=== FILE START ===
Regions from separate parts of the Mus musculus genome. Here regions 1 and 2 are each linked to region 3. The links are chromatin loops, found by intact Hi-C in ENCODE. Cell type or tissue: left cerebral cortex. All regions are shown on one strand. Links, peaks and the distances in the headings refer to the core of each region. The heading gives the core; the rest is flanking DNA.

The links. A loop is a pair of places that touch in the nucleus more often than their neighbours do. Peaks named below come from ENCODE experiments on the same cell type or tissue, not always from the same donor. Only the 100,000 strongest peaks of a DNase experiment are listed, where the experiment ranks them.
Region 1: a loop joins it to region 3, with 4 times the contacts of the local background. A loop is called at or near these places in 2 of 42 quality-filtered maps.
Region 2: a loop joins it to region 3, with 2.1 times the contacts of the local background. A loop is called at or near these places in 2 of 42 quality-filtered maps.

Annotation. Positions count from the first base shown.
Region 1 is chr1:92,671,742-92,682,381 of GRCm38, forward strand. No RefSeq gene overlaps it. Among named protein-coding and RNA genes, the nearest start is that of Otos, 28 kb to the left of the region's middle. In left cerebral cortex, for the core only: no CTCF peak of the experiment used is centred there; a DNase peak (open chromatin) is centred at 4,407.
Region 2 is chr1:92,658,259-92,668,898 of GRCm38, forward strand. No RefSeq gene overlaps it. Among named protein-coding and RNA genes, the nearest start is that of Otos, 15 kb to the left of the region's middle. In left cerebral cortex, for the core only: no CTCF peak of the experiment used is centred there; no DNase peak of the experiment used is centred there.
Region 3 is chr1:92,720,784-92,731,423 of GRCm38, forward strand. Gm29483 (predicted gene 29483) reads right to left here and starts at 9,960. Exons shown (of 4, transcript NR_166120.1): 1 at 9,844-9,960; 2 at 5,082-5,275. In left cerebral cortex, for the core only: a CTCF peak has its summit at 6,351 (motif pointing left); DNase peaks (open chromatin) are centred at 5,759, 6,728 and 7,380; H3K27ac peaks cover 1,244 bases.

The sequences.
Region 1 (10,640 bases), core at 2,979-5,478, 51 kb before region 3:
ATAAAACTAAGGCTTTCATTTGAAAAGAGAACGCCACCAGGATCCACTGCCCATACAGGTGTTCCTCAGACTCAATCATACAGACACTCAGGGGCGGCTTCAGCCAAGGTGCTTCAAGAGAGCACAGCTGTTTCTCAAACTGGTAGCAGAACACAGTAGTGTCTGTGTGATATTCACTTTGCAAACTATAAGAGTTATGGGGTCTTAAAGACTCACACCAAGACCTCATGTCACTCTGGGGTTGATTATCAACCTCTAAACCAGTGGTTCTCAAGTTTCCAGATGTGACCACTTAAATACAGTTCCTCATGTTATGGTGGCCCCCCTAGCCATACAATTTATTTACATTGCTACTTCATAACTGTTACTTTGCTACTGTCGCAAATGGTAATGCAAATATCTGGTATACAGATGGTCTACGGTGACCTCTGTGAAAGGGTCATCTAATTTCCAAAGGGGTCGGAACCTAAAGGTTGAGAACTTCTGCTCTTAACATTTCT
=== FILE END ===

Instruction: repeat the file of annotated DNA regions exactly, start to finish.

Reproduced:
Regions from separate parts of the Mus musculus genome. Here regions 1 and 2 are each linked to region 3. The links are chromatin loops, found by intact Hi-C in ENCODE. Cell type or tissue: left cerebral cortex. All regions are shown on one strand. Links, peaks and the distances in the headings refer to the core of each region. The heading gives the core; the rest is flanking DNA.

The links. A loop is a pair of places that touch in the nucleus more often than their neighbours do. Peaks named below come from ENCODE experiments on the same cell type or tissue, not always from the same donor. Only the 100,000 strongest peaks of a DNase experiment are listed, where the experiment ranks them.
Region 1: a loop joins it to region 3, with 4 times the contacts of the local background. A loop is called at or near these places in 2 of 42 quality-filtered maps.
Region 2: a loop joins it to region 3, with 2.1 times the contacts of the local background. A loop is called at or near these places in 2 of 42 quality-filtered maps.

Annotation. Positions count from the first base shown.
Region 1 is chr1:92,671,742-92,682,381 of GRCm38, forward strand. No RefSeq gene overlaps it. Among named protein-coding and RNA genes, the nearest start is that of Otos, 28 kb to the left of the region's middle. In left cerebral cortex, for the core only: no CTCF peak of the experiment used is centred there; a DNase peak (open chromatin) is centred at 4,407.
Region 2 is chr1:92,658,259-92,668,898 of GRCm38, forward strand. No RefSeq gene overlaps it. Among named protein-coding and RNA genes, the nearest start is that of Otos, 15 kb to the left of the region's middle. In left cerebral cortex, for the core only: no CTCF peak of the experiment used is centred there; no DNase peak of the experiment used is centred there.
Region 3 is chr1:92,720,784-92,731,423 of GRCm38, forward strand. Gm29483 (predicted gene 29483) reads right to left here and starts at 9,960. Exons shown (of 4, transcript NR_166120.1): 1 at 9,844-9,960; 2 at 5,082-5,275. In left cerebral cortex, for the core only: a CTCF peak has its summit at 6,351 (motif pointing left); DNase peaks (open chromatin) are centred at 5,759, 6,728 and 7,380; H3K27ac peaks cover 1,244 bases.

The sequences.
Region 1 (10,640 bases), core at 2,979-5,478, 51 kb before region 3:
ATAAAACTAAGGCTTTCATTTGAAAAGAGAACGCCACCAGGATCCACTGCCCATACAGGTGTTCCTCAGACTCAATCATACAGACACTCAGGGGCGGCTTCAGCCAAGGTGCTTCAAGAGAGCACAGCTGTTTCTCAAACTGGTAGCAGAACACAGTAGTGTCTGTGTGATATTCACTTTGCAAACTATAAGAGTTATGGGGTCTTAAAGACTCACACCAAGACCTCATGTCACTCTGGGGTTGATTATCAACCTCTAAACCAGTGGTTCTCAAGTTTCCAGATGTGACCACTTAAATACAGTTCCTCATGTTATGGTGGCCCCCCTAGCCATACAATTTATTTACATTGCTACTTCATAACTGTTACTTTGCTACTGTCGCAAATGGTAATGCAAATATCTGGTATACAGATGGTCTACGGTGACCTCTGTGAAAGGGTCATCTAATTTCCAAAGGGGTCGGAACCTAAAGGTTGAGAACTTCTGCTCTTAACATTTCT